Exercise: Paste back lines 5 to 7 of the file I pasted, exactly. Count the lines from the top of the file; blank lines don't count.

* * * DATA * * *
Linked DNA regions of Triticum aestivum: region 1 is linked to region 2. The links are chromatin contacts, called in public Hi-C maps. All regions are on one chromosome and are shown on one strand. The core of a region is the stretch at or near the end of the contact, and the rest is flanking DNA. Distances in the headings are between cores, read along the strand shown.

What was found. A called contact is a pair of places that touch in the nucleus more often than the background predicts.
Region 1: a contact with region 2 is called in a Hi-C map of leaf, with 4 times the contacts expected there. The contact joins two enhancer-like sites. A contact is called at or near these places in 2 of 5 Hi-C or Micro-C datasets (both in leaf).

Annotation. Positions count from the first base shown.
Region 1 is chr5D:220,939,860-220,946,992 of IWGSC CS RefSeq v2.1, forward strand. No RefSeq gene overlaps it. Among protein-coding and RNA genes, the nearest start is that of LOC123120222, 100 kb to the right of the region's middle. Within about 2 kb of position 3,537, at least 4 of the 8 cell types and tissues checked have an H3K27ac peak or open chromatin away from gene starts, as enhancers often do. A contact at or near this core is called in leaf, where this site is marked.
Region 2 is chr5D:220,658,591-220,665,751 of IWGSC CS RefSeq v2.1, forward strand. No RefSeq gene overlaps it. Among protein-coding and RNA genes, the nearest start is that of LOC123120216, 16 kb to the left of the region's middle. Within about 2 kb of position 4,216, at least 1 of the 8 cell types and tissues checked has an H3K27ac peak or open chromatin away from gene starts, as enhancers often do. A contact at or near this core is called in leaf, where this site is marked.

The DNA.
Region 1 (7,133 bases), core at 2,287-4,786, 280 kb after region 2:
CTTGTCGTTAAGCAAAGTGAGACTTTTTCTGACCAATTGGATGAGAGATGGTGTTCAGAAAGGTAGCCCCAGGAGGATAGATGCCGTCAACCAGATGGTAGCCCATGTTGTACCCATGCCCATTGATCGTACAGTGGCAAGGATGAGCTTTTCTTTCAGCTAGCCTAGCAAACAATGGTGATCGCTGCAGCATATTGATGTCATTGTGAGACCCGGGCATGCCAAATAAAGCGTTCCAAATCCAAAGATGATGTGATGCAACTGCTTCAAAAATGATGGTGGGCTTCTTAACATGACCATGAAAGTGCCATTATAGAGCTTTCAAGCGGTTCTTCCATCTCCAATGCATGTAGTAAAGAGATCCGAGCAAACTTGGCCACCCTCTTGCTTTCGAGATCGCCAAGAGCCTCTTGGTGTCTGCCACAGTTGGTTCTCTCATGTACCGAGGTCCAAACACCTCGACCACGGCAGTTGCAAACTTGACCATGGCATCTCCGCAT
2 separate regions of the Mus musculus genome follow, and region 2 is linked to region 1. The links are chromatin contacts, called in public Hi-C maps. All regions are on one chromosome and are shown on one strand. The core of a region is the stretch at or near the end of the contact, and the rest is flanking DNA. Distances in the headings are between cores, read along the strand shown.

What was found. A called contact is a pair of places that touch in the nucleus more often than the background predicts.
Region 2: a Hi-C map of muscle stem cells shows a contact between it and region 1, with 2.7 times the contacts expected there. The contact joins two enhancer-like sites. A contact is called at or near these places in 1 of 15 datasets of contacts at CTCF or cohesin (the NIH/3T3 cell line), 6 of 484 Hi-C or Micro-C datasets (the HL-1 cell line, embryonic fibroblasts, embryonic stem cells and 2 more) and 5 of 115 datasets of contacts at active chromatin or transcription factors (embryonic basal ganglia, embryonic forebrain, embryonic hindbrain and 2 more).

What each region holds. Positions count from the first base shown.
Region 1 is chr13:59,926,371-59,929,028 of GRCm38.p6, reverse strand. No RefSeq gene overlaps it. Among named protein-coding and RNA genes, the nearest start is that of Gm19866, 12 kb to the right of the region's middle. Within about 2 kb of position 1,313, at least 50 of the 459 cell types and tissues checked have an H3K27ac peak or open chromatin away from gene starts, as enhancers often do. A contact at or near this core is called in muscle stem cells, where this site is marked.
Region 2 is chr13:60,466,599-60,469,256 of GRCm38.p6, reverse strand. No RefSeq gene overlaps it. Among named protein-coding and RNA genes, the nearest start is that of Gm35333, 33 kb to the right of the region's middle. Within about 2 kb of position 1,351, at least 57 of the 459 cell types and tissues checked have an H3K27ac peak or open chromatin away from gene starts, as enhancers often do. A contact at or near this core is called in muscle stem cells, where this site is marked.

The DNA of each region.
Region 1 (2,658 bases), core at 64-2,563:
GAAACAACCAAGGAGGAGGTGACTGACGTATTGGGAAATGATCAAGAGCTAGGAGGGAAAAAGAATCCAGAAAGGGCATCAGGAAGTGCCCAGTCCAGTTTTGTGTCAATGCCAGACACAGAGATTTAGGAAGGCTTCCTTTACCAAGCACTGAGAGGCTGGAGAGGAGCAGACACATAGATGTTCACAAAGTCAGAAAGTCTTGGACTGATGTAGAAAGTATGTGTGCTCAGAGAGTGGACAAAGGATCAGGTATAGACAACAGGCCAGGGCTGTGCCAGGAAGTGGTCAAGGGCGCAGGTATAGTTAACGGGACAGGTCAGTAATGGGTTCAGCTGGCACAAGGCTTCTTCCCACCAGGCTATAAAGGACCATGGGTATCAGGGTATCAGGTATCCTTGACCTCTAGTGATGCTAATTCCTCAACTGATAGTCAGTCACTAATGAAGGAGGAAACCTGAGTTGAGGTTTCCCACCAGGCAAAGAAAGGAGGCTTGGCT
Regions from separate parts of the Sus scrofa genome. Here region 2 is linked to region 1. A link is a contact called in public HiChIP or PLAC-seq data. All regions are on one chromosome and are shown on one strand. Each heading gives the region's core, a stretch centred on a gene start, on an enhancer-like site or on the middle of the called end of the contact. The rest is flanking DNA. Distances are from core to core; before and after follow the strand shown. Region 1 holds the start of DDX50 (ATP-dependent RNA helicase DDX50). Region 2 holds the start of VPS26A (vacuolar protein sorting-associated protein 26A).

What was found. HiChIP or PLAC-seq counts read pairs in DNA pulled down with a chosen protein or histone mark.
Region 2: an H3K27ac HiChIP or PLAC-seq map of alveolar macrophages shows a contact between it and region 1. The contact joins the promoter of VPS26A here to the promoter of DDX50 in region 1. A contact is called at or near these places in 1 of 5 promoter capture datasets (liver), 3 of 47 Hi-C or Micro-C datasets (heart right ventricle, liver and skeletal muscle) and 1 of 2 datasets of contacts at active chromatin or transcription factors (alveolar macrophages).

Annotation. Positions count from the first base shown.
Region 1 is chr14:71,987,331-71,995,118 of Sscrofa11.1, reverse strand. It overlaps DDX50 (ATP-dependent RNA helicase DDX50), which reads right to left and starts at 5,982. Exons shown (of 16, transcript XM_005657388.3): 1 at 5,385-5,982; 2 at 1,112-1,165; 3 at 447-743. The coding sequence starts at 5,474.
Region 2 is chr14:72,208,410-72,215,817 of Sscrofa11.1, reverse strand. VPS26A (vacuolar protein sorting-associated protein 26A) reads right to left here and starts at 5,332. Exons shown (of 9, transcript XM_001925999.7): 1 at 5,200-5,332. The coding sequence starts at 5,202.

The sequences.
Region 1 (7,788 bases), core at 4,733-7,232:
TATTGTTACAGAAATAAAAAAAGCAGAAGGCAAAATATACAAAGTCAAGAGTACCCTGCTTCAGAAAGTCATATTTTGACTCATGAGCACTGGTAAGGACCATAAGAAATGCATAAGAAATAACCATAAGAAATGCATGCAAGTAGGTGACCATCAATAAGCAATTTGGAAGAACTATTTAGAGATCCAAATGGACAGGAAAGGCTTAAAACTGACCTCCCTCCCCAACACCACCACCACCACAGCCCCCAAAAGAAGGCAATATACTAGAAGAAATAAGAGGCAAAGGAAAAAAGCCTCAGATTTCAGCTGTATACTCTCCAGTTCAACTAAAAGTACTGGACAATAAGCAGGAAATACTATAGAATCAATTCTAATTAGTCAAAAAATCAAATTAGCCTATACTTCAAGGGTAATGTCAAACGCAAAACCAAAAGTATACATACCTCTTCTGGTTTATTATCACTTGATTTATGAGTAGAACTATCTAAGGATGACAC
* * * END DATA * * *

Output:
Region 1 is chr5D:220,939,860-220,946,992 of IWGSC CS RefSeq v2.1, forward strand. No RefSeq gene overlaps it. Among protein-coding and RNA genes, the nearest start is that of LOC123120222, 100 kb to the right of the region's middle. Within about 2 kb of position 3,537, at least 4 of the 8 cell types and tissues checked have an H3K27ac peak or open chromatin away from gene starts, as enhancers often do. A contact at or near this core is called in leaf, where this site is marked.
Region 2 is chr5D:220,658,591-220,665,751 of IWGSC CS RefSeq v2.1, forward strand. No RefSeq gene overlaps it. Among protein-coding and RNA genes, the nearest start is that of LOC123120216, 16 kb to the left of the region's middle. Within about 2 kb of position 4,216, at least 1 of the 8 cell types and tissues checked has an H3K27ac peak or open chromatin away from gene starts, as enhancers often do. A contact at or near this core is called in leaf, where this site is marked.

The DNA.